At a Glance
Social and Economic Determinants in Health and Life Expectancy
European societies are changing rapidly. Changes in the proportion of the very old, the emergence of new family forms, changes in living arrangements, and changes across cohorts’ experiences of labor markets and socioeconomic environments over the life course are diversifying the experience of different life stages at an accelerating pace. While these themes emerge elsewhere in the Laboratory for Population Health’s projects, this research area specifically focuses on how these profound social changes have become fundamental determinants of the risk of disease, healthy life expectancy, and mortality.
The effects of socioeconomic and familial circumstances on ill health and mortality are a challenge for public health. Reducing these differences will improve the mental and physical health of the nation and reduce inequity. Most of the studies documenting and explaining these differences focus on middle-aged or working populations. With increasing longevity, the burden of these differences has shifted to older ages. Thus, the level of and trends in these inequalities are also driven by the development of ill health and mortality at these ages. The urgency of understanding these differences is further amplified by the evidence of increasing health disparities by socioeconomic position and living arrangements. Conventional wisdom about the causes of health differences in middle age is not directly applicable to either older or younger people.
Conceptual models of social differences in mortality have been based on competing hypotheses of selection and causation. In the past 15 years, the explicit incorporation of the ideas of “life course” and “life pathways” has made an important contribution to the field. The life-course approach posits that poor health and premature death are not only determined by current circumstances, but are also preceded by the long-term accumulation of health-degrading factors, chains of events that lead to health-damaging situations, or critical exposures in early life that have harmful effects many decades later. Accordingly, inequalities in mortality are due to social status influencing the differential accumulation of health insults among individuals of different social strata. Life-course theory and a longitudinal framework will guide all analyses in this Research Area.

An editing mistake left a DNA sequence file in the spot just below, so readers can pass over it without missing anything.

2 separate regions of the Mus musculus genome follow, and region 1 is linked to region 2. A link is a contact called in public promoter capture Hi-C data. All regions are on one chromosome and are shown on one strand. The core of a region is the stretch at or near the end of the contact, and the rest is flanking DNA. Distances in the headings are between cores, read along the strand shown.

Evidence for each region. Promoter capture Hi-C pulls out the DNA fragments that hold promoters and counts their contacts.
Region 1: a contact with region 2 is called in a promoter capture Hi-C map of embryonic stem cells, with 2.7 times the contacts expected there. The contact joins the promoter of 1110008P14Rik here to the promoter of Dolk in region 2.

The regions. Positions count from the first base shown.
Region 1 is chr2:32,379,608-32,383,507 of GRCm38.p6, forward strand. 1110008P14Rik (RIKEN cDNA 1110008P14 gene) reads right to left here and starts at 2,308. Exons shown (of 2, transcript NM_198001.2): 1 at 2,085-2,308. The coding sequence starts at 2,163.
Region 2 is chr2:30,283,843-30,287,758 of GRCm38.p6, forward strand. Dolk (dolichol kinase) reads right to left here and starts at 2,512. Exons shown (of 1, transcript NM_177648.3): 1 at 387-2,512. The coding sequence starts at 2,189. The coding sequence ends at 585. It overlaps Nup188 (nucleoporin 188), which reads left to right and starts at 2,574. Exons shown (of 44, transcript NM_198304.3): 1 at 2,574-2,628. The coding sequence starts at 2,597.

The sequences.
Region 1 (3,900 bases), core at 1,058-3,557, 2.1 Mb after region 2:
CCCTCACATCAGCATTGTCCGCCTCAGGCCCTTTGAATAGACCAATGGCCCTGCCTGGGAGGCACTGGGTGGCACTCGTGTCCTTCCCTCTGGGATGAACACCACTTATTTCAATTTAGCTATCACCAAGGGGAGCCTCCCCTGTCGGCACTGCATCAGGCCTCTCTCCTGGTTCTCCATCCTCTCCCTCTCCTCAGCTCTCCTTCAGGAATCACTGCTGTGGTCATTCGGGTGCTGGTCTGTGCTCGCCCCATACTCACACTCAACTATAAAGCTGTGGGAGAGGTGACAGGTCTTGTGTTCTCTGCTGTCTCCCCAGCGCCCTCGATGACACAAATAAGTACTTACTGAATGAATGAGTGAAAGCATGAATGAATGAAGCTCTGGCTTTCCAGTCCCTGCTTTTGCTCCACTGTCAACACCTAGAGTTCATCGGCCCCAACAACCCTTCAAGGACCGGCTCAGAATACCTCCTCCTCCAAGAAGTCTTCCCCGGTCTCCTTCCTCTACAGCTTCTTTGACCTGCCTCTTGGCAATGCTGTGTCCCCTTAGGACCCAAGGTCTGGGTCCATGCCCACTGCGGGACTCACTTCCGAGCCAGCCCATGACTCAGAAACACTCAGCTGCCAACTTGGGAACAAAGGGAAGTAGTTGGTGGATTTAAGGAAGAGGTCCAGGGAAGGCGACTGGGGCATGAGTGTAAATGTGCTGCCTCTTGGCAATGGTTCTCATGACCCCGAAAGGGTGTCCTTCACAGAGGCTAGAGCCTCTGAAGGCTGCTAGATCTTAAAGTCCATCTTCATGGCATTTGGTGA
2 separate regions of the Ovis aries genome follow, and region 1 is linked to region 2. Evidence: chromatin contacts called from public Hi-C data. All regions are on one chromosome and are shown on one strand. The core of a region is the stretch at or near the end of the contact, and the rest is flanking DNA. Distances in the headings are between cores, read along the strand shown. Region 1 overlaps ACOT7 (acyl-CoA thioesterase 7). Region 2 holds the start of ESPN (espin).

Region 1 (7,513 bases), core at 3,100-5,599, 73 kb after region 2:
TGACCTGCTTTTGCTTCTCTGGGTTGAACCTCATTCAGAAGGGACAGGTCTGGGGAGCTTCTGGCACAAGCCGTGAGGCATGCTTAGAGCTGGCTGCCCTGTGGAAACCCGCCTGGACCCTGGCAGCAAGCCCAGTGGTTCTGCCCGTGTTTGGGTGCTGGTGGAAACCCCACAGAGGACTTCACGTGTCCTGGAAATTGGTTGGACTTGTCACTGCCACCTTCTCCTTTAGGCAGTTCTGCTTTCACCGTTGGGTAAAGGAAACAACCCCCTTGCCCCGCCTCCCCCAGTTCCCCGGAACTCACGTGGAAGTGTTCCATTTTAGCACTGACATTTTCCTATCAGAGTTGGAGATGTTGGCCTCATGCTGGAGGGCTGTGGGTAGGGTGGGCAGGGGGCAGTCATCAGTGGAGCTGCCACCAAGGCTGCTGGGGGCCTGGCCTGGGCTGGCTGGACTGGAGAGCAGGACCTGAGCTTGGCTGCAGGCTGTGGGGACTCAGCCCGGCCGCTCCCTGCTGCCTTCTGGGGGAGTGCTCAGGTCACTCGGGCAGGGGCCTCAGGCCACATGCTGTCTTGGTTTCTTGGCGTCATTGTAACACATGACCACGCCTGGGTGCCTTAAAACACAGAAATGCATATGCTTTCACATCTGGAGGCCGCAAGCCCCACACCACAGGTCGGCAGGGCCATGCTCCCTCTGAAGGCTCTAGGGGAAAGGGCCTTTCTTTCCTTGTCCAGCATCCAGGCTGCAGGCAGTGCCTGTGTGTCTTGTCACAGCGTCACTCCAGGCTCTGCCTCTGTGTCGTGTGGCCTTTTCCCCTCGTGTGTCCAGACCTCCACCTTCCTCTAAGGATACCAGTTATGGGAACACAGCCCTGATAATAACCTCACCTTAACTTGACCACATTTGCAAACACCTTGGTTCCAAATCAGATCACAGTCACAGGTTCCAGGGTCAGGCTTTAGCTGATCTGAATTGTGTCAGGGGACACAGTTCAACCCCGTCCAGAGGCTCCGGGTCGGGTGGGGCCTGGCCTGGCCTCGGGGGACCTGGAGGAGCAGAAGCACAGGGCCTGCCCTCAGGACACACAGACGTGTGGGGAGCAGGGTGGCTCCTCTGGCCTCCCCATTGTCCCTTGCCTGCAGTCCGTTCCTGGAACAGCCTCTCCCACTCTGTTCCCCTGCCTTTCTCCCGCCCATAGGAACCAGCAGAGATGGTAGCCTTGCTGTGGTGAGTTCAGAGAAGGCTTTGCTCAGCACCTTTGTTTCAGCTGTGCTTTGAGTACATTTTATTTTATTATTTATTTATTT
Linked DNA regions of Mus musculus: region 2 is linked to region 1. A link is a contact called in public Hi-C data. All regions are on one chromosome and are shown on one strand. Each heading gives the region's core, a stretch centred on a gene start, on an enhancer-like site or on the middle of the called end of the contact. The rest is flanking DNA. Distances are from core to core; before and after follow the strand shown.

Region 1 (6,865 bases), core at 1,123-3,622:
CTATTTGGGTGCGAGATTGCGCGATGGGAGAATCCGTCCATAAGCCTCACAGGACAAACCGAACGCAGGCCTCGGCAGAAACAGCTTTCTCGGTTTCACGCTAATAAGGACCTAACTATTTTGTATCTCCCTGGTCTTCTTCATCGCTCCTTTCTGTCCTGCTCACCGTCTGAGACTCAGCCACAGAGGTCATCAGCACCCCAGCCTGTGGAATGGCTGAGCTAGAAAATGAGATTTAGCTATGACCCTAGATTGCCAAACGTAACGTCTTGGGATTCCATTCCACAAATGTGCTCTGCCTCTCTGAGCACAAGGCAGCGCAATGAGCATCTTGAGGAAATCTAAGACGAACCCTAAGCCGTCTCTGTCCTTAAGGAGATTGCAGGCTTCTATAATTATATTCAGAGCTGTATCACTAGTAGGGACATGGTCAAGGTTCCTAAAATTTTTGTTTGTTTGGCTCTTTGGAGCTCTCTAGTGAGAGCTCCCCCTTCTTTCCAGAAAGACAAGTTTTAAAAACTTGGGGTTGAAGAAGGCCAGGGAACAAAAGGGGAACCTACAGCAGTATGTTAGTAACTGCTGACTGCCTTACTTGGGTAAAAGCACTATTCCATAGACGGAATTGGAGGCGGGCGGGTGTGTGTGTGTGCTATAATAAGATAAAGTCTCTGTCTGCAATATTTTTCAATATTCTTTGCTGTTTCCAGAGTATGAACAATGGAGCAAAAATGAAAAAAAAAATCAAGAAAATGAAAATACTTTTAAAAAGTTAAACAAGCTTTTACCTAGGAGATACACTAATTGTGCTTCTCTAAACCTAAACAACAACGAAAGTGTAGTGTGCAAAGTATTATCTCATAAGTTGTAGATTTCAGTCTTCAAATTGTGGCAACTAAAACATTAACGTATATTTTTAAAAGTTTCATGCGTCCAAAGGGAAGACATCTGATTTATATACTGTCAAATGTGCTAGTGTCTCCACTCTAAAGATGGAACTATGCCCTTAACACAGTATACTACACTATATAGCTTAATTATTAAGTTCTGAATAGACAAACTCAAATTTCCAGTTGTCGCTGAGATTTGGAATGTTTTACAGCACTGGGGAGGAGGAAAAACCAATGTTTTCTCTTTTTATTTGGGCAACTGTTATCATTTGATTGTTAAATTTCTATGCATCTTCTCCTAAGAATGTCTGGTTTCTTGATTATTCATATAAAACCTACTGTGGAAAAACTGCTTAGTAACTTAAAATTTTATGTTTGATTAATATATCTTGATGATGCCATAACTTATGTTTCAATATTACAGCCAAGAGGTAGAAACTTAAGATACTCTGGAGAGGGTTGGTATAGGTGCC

Our research currently focuses on three main areas that will have major repercussions for the future. First, we assess longitudinally the effects of social factors on mental and cognitive health, with a specific interest in the contribution of changing socioeconomic and familial characteristics. Second, we quantify and explain levels and trends in social differences in physical health, mortality, and life expectancy at different stages of life. Third, we evaluate the significance of behaviors, particularly alcohol and smoking, on social differences in health and mortality over time.
The long-term aim is to gain a deeper understanding of the causes of these trends and differences by elucidating the structural, psychosocial, and behavioral pathways through which social circumstances affect the risk of disease, healthy life expectancy, and mortality. This goal can be best achieved by applying focused study designs and analytical approaches, such as the G-formula, which combine and contrast the societal and individual characteristics that may have an impact on the study outcomes.
Ageing, Mortality and Longevity, Health Care, Public Health, Medicine, and Epidemiology
Projects of this Research Area
Social and Economic Determinants of Hospital Use, Morbidity, and Mortality over the Life Course Project details
Social and Economic Determinants of Mental and Cognitive Health Project details
The Role of Health Behaviors in Social Differentials in Mortality Project details